These are the three main types of surgical treatments used for Peyronie’s disease:
Shortening the penile length
In this, the surgeon will shorten the side of the penis from opposite the formation of the plaque. This is a considerably safe surgical treatment and incurs less bleeding and risk of erective dysfunction.
Lengthening the penis
This surgery aims to cut the plaque to release the tension which is causing the curvature. The physician may also decide to remove the plaque completely. After this, the space in the tunica chamber will be filled with a tissue graft, either from the patient’s body (autologous grafts), artificially harvested grafts and synthetic graft alternatives.
This surgery aims to implant artificial inflatable penile pump or a malleable silicone rod inside the corpora to treat moderate to severe erectile dysfunction.
What can be expected after surgery for Peyronie's disease?
A light pressure dressing is typically left on the penis for 24 to 72 hours after the surgery to prevent bleeding and hold the repair in place. In some cases, patients will wake up with a catheter in the bladder but this is usually removed in the recovery room.
In most cases surgeons recommend not engaging in sexual activity for at least 4-6 weeks after surgery, longer in some cases of complex repairs.
Frequently asked questions:
What happens at the molecular level following penile trauma?
Following any penile trauma, injured cells release a veritable stew of chemical messengers that have a number of important effects, including the activation of fibroblasts, cells that produce connective tissue. Normally these cells produce organized collagen sheets that restore the normal architecture of the penis. Some fibroblasts transform into cells called myofibroblasts, cells that not only produce collagen but also contract to help bring wound edges together. Myofibroblasts are designed to do their job and then die off. However, in some cases, fibroblasts produce abnormal, disorganized collagen and myofibroblasts do not die, leading to persistent wound contraction and inflammation. These two processes lead to overgrowth of dense scar tissue, which in some cases becomes the plaque of Peyronie's disease.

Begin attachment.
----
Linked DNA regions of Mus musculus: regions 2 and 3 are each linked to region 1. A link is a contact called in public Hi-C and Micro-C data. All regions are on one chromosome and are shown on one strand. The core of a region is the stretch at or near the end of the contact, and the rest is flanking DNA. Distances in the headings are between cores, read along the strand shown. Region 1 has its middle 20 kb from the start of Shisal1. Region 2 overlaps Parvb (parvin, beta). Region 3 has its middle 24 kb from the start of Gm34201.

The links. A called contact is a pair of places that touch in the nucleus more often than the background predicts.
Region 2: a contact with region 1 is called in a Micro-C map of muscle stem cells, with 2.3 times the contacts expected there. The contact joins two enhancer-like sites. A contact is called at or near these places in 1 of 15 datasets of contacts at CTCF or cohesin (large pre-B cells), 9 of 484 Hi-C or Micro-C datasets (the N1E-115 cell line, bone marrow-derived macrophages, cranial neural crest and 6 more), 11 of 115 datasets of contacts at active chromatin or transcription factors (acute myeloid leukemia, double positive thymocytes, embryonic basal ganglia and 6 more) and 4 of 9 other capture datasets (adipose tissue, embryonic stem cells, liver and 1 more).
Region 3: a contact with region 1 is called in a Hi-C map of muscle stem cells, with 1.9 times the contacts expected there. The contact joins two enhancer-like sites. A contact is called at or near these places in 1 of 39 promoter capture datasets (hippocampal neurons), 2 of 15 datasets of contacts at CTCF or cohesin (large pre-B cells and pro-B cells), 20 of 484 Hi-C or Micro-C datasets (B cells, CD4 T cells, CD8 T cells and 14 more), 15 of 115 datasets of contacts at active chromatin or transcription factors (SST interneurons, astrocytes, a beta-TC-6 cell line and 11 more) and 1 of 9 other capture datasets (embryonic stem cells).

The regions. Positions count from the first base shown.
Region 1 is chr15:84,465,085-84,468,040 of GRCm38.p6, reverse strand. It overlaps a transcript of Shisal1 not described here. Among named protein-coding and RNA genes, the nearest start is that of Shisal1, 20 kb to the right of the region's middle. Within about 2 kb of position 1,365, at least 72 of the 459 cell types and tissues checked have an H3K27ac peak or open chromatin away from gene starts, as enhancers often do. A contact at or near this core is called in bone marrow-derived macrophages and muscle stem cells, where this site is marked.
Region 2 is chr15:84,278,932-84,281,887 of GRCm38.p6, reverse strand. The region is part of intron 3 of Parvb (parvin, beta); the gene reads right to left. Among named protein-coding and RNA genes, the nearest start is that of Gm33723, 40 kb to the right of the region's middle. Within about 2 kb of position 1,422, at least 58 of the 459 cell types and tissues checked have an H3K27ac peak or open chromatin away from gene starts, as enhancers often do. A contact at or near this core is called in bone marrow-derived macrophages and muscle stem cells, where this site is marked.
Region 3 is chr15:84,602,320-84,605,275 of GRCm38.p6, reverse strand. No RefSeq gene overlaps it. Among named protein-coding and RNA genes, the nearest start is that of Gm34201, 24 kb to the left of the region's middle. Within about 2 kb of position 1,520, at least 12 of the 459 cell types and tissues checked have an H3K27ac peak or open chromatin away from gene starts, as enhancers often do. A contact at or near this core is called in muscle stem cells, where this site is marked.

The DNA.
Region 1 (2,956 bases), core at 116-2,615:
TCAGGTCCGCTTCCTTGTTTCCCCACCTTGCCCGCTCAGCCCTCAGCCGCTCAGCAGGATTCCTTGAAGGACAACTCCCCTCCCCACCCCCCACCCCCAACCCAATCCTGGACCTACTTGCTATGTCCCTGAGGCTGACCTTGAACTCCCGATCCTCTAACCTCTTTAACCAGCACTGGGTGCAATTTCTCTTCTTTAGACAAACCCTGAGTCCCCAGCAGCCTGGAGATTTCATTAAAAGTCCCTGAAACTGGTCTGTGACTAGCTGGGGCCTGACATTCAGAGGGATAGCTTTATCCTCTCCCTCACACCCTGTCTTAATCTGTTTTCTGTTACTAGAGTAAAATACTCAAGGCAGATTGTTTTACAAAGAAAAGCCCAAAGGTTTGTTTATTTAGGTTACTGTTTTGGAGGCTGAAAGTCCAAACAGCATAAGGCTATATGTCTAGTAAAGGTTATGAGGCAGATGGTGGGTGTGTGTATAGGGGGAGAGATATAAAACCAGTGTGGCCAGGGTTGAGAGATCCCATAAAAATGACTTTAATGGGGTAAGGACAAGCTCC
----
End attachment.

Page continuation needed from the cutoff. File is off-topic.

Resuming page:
Are men with Peyronie's disease prone to any other conditions?
About 30 percent of men with Peyronie's disease develop fibrosis in other areas of the body. The most common sites are the hands and feet. Dupuytren's contracture is a condition classically associated with Peyronie's disease in which fibrosis occurs in the tissue of the palm. Dupuytren's contracture may lead to progressive permanent bending of the fingers. While the fibrotic process in Peyronie's disease and Dupuytren's contracture is similar, it is not clear at this time what causes either plaque to develop and why men with Peyronie's disease are more likely to develop Dupuytren's contracture.
What are the most important things to know about Peyronie's disease?
Peyronie's disease is a poorly understood urological condition characterized by penile deformity and pain. Treatment for this condition needs to be individualized to each patient based on the timing and severity of the disease. The objective of any treatment should be to reduce pain, normalize penile anatomy so that intercourse is comfortable, and restore erectile function in patients who suffer from concomitant erectile dysfunction. The early phase of the disease is treated with either oral medications and/or plaque injections approaches. Traction therapy is emerging as a potential valuable non-surgical treatment. The late phase of the disease is usually managed with surgery if penile deformity is preventing a man from enjoying sex. As medical researchers continue to develop basic and clinical research for a better understanding of this disease, more therapies and targets for intervention will become available.